International

Rights activists demand transparency on Tiananmen car crash in China

Uighur rights groups say Beijing may use the crash to legitimize alleged 'cultural genocide' in Xinjiang

Police officers fence off the scene of a car accident in front of Tiananmen Gate at Tiananmen Square on Oct. 28, 2013 in Beijing, China.
Getty Images

Chinese authorities and media seem certain the Tiananmen car crash that killed five and injured 40 Monday was an organized act, perpetrated by the country’s Muslim ethnic Uighur minority.

But international Uighur and human rights advocates are demanding proof, saying China is already using the incident to legitimize alleged religious and socioeconomic repression that experts say has accelerated in recent months.

China’s Public Security Bureau said on the Twitter-like microblog Sina Weibo Wednesday that along with the Usmen Hassan, the alleged driver of the jeep that crashed at Tiananmen, were his wife and mother. Authorities have already reported that they are investigating a number of Uighur suspects allegedly implicated in the crash.

"The Chinese authorities should make available all relevant information, so that the general public can understand what happened," Sharon Hom, the executive director of Hong Kong-based advocacy group Human Rights in China (HRIC), told Al Jazeera.

The international Uighur community remains skeptical.

"It took the government nearly three days to come up with an explanation for what happened," said Alim Seytoff, president of the Washington, D.C.-based Uyghur American Association.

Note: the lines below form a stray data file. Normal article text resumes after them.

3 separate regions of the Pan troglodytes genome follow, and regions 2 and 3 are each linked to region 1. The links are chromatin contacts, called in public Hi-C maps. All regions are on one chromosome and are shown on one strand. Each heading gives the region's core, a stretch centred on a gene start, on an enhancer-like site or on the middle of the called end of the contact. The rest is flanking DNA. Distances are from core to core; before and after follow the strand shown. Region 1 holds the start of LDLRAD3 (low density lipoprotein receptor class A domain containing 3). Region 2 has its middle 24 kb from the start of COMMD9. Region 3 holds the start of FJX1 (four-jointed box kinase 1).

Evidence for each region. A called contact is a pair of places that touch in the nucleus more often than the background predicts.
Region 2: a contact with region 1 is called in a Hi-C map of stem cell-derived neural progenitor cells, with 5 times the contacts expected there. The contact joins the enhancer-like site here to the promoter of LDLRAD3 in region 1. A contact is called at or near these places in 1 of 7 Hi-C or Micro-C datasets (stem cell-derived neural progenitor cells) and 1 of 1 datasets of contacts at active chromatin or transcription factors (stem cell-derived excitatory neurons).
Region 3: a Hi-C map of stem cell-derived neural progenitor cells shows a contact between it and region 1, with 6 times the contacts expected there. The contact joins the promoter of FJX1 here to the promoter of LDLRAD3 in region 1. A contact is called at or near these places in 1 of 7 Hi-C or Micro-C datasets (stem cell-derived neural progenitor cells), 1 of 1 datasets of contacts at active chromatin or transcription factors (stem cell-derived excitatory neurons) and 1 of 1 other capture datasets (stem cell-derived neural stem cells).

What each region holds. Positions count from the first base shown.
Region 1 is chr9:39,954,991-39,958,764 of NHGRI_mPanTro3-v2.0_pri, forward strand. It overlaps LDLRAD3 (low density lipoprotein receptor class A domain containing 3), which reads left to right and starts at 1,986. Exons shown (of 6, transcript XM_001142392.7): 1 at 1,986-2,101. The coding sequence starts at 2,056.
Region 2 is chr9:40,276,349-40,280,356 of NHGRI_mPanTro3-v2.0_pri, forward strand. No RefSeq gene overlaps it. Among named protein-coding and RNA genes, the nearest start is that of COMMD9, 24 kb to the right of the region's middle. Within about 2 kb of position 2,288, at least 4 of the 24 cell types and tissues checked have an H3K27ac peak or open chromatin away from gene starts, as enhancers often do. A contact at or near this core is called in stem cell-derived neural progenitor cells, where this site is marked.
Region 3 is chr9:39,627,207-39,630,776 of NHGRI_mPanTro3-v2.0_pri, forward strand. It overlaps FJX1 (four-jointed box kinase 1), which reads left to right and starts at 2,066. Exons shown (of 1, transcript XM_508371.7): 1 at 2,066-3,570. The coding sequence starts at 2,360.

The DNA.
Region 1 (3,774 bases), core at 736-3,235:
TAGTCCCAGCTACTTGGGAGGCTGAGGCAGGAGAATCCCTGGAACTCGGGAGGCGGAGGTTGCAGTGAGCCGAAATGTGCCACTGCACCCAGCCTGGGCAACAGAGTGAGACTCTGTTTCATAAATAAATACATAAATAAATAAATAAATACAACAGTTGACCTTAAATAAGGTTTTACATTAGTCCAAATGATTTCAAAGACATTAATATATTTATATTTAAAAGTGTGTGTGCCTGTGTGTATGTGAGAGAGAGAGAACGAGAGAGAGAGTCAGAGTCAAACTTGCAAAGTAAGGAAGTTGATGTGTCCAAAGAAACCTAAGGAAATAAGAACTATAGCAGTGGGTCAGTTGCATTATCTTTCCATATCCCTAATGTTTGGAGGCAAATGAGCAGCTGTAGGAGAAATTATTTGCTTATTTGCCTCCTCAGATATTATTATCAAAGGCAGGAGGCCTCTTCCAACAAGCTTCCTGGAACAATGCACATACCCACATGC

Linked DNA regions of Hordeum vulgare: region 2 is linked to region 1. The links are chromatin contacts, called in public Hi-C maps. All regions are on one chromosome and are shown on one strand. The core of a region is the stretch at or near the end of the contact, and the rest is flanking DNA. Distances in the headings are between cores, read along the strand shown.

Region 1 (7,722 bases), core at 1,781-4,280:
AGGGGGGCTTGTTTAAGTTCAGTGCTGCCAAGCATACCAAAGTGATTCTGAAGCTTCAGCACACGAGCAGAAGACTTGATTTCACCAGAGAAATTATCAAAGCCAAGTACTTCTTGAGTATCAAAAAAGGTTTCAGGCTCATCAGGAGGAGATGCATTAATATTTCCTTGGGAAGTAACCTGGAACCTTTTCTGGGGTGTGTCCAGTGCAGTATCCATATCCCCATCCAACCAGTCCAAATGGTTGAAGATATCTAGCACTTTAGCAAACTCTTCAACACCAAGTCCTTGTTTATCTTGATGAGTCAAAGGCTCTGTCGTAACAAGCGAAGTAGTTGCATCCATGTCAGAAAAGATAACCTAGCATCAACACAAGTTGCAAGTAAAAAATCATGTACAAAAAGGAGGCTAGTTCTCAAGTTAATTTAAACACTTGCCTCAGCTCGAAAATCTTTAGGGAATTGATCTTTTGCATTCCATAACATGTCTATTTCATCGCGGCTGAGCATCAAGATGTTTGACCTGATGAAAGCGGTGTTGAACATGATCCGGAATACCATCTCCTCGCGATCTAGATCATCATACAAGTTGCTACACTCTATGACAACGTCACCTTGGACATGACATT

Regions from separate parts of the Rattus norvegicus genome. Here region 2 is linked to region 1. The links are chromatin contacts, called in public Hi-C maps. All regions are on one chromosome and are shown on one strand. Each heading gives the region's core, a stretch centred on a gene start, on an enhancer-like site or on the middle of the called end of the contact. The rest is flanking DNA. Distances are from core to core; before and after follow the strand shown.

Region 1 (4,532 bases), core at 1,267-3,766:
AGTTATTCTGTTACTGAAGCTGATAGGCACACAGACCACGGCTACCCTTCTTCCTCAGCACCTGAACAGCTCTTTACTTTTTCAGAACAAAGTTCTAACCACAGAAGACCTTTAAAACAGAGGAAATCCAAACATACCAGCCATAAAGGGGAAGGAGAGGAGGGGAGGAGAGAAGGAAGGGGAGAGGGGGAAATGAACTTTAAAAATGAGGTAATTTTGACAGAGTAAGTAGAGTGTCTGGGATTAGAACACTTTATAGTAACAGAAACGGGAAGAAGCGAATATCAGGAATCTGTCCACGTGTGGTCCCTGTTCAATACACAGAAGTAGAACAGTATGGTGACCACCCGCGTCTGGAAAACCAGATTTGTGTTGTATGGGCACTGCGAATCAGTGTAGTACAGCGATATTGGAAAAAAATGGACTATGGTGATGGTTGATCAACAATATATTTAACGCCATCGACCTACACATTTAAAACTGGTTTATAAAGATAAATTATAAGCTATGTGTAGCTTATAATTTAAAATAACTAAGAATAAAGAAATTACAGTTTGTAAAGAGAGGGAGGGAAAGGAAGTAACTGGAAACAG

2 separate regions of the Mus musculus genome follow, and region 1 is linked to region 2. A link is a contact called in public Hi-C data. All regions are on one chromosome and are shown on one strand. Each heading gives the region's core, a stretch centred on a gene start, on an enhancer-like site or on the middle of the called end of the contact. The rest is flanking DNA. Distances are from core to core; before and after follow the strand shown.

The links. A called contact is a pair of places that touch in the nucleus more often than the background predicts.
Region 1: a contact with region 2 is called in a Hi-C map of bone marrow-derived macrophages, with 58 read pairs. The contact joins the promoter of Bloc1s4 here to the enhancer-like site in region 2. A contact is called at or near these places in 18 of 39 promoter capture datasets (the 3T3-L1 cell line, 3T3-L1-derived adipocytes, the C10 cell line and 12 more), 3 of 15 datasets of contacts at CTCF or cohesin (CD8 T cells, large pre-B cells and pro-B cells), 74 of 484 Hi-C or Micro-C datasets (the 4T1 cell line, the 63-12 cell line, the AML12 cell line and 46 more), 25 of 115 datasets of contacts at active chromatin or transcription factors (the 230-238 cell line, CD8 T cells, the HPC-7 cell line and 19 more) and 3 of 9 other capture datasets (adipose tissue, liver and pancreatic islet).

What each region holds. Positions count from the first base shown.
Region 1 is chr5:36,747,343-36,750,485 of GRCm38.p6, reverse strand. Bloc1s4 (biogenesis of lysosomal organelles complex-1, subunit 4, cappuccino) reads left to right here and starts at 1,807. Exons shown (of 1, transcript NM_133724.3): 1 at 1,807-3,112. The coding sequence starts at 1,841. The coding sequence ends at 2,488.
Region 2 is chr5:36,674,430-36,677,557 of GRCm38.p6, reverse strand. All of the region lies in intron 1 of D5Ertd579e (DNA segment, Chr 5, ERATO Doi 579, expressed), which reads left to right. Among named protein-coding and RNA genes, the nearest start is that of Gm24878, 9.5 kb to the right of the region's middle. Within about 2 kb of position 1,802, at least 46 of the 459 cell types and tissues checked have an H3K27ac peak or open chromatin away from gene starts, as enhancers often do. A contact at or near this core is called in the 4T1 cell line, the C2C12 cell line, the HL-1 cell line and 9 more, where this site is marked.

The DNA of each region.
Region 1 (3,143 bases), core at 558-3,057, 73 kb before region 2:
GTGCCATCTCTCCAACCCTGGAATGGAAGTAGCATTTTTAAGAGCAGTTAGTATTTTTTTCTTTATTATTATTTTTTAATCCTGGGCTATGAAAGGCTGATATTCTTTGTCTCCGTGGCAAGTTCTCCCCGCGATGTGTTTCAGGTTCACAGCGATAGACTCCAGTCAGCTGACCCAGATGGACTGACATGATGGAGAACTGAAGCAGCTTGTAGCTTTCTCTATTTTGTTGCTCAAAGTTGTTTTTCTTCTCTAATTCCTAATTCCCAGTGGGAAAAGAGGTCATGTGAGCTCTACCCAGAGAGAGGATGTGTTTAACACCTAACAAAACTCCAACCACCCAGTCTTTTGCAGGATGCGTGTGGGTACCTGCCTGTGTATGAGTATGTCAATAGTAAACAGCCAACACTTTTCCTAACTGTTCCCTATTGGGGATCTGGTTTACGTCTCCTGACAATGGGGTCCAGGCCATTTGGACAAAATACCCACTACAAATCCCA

Seytoff noted that, according to international media reports and images that came out of the incident, the police quickly erected a barricade around the crash site, "detained reporters, deleted footage and cleaned up the whole crime scene in less than two hours."

"If he was a terrorist, why would he bring his wife and mother?" said Seytoff.

Other experts say the crash did not seem like the work of an organized armed group.

"This incident in Beijing doesn't look like a well-orchestrated terrorist attack, but it looks like the acts of an individual," said Dru Gladney, a Xinjiang expert and professor at Pomona College in Claremont, California. Gladney said the attack was more "idiosyncratic" than acts of terror orchestrated by groups like Al-Qaeda.

Numerous Public Safety Bureau authorities declined to comment on the circumstances surrounding the crash.

If Monday's car crash was indeed politically motivated, it was a last-ditch effort to draw international attention to the cause of politically, socially and economically marginalized Uighurs in China, said Nuri Musabay, the secretary general of the World Uyghur Congress, which advocates for Uighur causes outside of China.